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Met singer: I would stand there in my street clothes

November 10, 2017 by norman lebrecht

2 comments.


From Slipped Disc reader comments on Peter Gelb’s demolition of the wigs and makeup department:

… The old Zeffirelli production of La Traviata is in a dumpster somewhere, and the new one is a sea of cheap polyester black suits from the men’s warehouse (for the women too!). The ballet doesn’t exist anymore. The new productions are a snooze fest. toward the end of my career there I would stand onstage in my street clothes costume, usually with no staging except the direction ‘stand there til the curtain comes in’, and watch the audience sleep in the first 10-15 rows.

Read on here.

 


Comments (2)

  1. Ungeheuer says:

    To beat a dead horse:

    Wigs and makeup are the least of it. It isn’t Gelb’s fault that charismatic and important artists and voices ***with something charismatic and important to communicate through their voices and singing*** have disappeared from the scene. As I have written before, it’s ***the elephant in the room*** no one wants to acknowledge. Little to nothing Gelb can do to contain the aforementioned artistic crisis or sit enough butts to witness worse than mediocre singing night after night. Add to this crisis the other crisis of worthy new repertoire and/or worthy productions and, well, we have a perfect storm.

  2. AndyB says:

    Many perceptive comments posted yesterday about singing standards, causes of decline , production values around this story. I would humbly add on a general basis:

    With regard to standards of voice teaching and thence of current singers. The move towards a more scientifically and physiologically aware approach in teaching has not necessarily been the cause of any perceived vocal decline. It all depends how the information is applied by the teacher .
    As one commentator suggested it has been a tradition for the last generation’s foremost singers to take the top conservatory jobs. Some of them have much to give in that context , but also, coming out of their own careers, they can take time to develop a ‘philosophy’ of teaching ( if they are not attached to a specific ‘ method’ already that is) and during all that time they may have responsibility for young voices. Things can be hit and miss.
    I am in favour of anyone taking on a conservatory vocal faculty singing teacher role committing to a period of in house teacher training / mentoring prior to starting. This would be designed to reflect on current teaching ideas and act as a preparation for those crucial first terms / semesters . This could also help to preempt any potential difficulties with singers who are keen to take teaching roles, but not really ready yet to commit to a regular teaching timetable because of performing commitments. It is essential that young singers receive regular tuition.
    After all, vocal studies are an expensive investment and young singers / voices are vulnerable so the utmost care and respect is necessary.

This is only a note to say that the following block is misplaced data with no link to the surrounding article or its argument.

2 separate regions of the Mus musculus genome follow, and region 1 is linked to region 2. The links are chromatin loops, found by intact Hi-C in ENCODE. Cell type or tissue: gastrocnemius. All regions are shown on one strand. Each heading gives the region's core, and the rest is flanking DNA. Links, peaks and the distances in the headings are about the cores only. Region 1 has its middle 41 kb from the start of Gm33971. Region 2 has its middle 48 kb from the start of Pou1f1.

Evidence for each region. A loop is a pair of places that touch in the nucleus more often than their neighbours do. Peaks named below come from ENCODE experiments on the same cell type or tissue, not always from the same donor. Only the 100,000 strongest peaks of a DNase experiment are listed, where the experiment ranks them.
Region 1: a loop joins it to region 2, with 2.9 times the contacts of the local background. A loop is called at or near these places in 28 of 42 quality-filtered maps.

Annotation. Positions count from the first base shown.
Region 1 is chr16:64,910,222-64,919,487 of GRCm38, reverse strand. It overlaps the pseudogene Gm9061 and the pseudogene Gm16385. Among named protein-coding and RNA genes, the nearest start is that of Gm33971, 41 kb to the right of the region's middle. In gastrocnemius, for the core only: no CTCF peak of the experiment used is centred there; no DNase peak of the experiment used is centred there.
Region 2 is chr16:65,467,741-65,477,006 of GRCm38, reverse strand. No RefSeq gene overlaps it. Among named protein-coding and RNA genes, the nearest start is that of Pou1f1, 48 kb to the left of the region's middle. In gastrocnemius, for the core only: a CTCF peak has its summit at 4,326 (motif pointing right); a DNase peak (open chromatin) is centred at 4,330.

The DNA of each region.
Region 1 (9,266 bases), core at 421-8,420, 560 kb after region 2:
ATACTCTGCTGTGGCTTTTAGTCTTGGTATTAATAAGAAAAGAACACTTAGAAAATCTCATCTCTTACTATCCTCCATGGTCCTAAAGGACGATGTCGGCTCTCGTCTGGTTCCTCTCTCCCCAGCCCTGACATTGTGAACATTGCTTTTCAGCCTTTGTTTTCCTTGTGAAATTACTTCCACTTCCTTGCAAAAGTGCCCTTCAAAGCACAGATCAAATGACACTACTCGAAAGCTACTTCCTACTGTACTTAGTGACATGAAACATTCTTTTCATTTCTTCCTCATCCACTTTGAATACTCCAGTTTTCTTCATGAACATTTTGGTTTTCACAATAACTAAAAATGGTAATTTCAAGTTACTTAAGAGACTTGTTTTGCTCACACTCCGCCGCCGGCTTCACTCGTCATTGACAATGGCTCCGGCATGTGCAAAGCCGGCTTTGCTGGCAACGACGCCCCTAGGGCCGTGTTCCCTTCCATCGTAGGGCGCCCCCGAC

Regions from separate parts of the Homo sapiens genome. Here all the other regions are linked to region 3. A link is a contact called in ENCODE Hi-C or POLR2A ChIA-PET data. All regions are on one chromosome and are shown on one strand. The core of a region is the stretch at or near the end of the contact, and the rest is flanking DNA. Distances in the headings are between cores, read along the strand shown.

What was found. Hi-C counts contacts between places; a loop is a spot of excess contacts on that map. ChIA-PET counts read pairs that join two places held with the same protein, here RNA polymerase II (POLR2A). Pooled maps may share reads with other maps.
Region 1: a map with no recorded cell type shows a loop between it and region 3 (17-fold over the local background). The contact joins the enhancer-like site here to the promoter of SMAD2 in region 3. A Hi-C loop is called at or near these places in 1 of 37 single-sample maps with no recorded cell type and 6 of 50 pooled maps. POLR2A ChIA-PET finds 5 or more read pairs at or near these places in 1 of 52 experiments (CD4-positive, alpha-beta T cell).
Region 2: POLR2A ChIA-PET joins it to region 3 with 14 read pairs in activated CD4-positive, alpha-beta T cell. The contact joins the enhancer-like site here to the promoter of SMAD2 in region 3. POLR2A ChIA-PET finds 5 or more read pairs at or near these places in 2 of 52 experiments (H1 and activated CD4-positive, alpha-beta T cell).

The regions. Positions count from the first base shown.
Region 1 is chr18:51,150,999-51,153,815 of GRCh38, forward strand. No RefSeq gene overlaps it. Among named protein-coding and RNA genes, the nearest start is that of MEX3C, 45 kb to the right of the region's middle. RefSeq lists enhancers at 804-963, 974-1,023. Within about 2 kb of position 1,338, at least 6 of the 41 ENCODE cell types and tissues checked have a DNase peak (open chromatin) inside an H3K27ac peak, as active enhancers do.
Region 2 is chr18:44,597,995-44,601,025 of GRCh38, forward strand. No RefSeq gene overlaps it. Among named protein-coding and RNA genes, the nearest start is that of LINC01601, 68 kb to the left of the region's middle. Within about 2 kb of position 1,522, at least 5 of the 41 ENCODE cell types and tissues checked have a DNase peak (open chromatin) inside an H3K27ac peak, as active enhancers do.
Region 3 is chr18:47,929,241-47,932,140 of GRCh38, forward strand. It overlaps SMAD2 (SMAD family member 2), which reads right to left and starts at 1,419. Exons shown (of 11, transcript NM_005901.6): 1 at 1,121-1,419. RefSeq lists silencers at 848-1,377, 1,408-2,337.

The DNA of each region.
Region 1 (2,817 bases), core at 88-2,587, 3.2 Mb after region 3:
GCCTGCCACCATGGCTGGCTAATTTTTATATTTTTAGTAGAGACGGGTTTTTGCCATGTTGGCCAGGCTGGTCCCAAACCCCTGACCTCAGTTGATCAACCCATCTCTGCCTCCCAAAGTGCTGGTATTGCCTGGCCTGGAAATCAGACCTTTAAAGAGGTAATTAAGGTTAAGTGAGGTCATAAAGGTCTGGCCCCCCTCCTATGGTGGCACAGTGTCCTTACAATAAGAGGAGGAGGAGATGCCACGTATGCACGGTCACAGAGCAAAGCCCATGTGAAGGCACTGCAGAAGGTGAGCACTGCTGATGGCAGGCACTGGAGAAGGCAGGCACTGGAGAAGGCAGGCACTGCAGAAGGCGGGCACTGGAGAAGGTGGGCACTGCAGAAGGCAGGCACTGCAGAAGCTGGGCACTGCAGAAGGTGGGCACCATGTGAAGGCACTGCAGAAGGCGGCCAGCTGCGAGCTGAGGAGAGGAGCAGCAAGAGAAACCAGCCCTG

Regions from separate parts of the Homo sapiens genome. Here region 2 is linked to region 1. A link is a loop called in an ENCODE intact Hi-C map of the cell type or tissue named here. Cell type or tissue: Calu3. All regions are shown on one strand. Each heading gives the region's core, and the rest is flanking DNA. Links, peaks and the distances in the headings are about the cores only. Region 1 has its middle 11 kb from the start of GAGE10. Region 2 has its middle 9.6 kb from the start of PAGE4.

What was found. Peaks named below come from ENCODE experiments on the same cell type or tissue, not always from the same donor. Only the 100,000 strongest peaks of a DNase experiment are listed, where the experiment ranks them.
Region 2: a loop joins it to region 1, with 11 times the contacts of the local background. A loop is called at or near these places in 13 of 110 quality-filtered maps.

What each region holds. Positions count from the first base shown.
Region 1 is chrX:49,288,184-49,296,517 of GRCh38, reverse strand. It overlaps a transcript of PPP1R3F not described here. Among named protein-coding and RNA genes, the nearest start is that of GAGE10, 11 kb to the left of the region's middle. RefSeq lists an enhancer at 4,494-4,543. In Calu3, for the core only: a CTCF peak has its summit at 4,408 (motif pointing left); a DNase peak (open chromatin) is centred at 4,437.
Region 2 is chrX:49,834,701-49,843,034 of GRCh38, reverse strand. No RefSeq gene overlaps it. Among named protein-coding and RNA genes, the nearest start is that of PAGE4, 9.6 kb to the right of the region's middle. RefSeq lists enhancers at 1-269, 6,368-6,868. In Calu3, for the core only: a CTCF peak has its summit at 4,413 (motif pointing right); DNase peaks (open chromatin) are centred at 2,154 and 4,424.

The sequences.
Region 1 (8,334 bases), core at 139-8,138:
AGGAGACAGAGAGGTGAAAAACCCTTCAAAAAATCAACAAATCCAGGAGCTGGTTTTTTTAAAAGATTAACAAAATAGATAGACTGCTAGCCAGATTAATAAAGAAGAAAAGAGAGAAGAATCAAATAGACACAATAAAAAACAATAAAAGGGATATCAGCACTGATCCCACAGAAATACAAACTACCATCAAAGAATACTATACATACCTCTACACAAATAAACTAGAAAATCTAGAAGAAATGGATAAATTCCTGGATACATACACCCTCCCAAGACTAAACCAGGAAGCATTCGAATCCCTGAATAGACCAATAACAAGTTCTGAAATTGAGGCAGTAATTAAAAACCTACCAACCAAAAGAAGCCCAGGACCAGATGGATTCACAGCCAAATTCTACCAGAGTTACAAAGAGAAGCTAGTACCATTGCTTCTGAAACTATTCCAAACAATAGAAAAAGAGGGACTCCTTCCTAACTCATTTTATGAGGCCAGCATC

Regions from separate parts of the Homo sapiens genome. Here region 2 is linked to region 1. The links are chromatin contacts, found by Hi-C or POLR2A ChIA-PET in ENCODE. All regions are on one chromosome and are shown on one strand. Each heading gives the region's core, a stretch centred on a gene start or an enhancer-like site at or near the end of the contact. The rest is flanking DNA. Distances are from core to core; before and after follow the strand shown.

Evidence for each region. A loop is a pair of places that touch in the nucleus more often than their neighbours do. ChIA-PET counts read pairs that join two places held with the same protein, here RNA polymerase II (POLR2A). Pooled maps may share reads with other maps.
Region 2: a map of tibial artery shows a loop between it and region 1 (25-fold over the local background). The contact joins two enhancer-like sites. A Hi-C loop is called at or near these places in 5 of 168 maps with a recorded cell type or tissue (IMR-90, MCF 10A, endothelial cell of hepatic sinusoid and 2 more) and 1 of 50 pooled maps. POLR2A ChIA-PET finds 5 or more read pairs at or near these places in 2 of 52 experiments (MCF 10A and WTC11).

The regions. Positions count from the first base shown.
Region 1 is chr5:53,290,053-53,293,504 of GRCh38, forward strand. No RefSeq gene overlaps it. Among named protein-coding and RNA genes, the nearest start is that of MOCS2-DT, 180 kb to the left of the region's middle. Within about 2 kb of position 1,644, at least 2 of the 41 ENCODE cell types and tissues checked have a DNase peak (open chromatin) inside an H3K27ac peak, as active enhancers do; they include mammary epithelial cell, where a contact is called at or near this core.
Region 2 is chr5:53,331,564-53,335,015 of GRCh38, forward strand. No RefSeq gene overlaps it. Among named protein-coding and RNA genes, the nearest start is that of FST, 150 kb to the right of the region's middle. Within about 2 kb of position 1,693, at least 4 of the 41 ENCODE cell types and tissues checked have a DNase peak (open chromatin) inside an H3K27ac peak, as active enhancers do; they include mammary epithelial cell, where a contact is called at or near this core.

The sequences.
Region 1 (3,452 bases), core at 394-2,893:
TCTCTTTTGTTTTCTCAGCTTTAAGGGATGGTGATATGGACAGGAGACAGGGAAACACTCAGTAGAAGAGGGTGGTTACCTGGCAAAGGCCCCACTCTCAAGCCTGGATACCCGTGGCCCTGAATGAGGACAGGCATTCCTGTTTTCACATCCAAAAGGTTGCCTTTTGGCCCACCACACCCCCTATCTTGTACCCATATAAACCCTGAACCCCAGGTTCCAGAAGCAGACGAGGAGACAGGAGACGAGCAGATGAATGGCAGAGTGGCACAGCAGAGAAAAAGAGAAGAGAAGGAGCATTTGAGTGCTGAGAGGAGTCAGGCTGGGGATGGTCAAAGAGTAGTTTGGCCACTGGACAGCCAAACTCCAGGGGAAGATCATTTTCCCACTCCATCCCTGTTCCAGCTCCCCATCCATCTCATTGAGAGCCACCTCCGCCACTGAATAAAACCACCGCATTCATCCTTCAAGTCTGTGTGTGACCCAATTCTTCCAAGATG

I am not convinced that every operatic performance was golden in the past and there were always notable singers who got into difficulty or declined quickly . There is no doubt that in the case of some theatres , not all, there has been a culture of casting more on looks than vocal suitability for a while now. This has led to singers tackling roles which push them to the limits at a young ‘ vocal’ age ( singers do mature vocally at different rates.)
    Perhaps it is not so much that ‘ there are no voices any longer’ but rather that we are not hearing mature , well formed voices . These singers are making their first operatic steps ( and sometimes mistakes) in big theatres with large orchestras and physically demanding productions publicly. Initially natural vocal endowment , musicality and physical presence may see them through. The great singers of the past had time to perfect their craft and mature their voices to be able to fulfil the demands of the repertoire . I do believe that audiences can feel the diminishing vocal returns of a formerly exciting, still young singer . Might this be the reason for the frequently disappointed comments about ‘ voices today?’
    There are of course some young singers who manage to balance the current demands placed on them and time for study , sensible role progression. Also opera houses with vocally aware casting directors.

    With regard to production values. As budget gets tighter and tighter it must be tempting to plan seasons with one multi purpose, recyclable set and costumes or fewer frills. I once worked in a theatre where 7 out of the 8 productions of that particular season were performed in a standard black decor with the same black costumes. Occasional props provided a touch of colour. Some of the performances given transcended these limitations and there was certainly a focus on music , drama and text. However, season ticket holders / subscribers must have tired at the curtain rising on the same basic or slightly modified decor, even if much can be done with lighting effects. Not the best way to ensure stable revenues for the following seasons perhaps?


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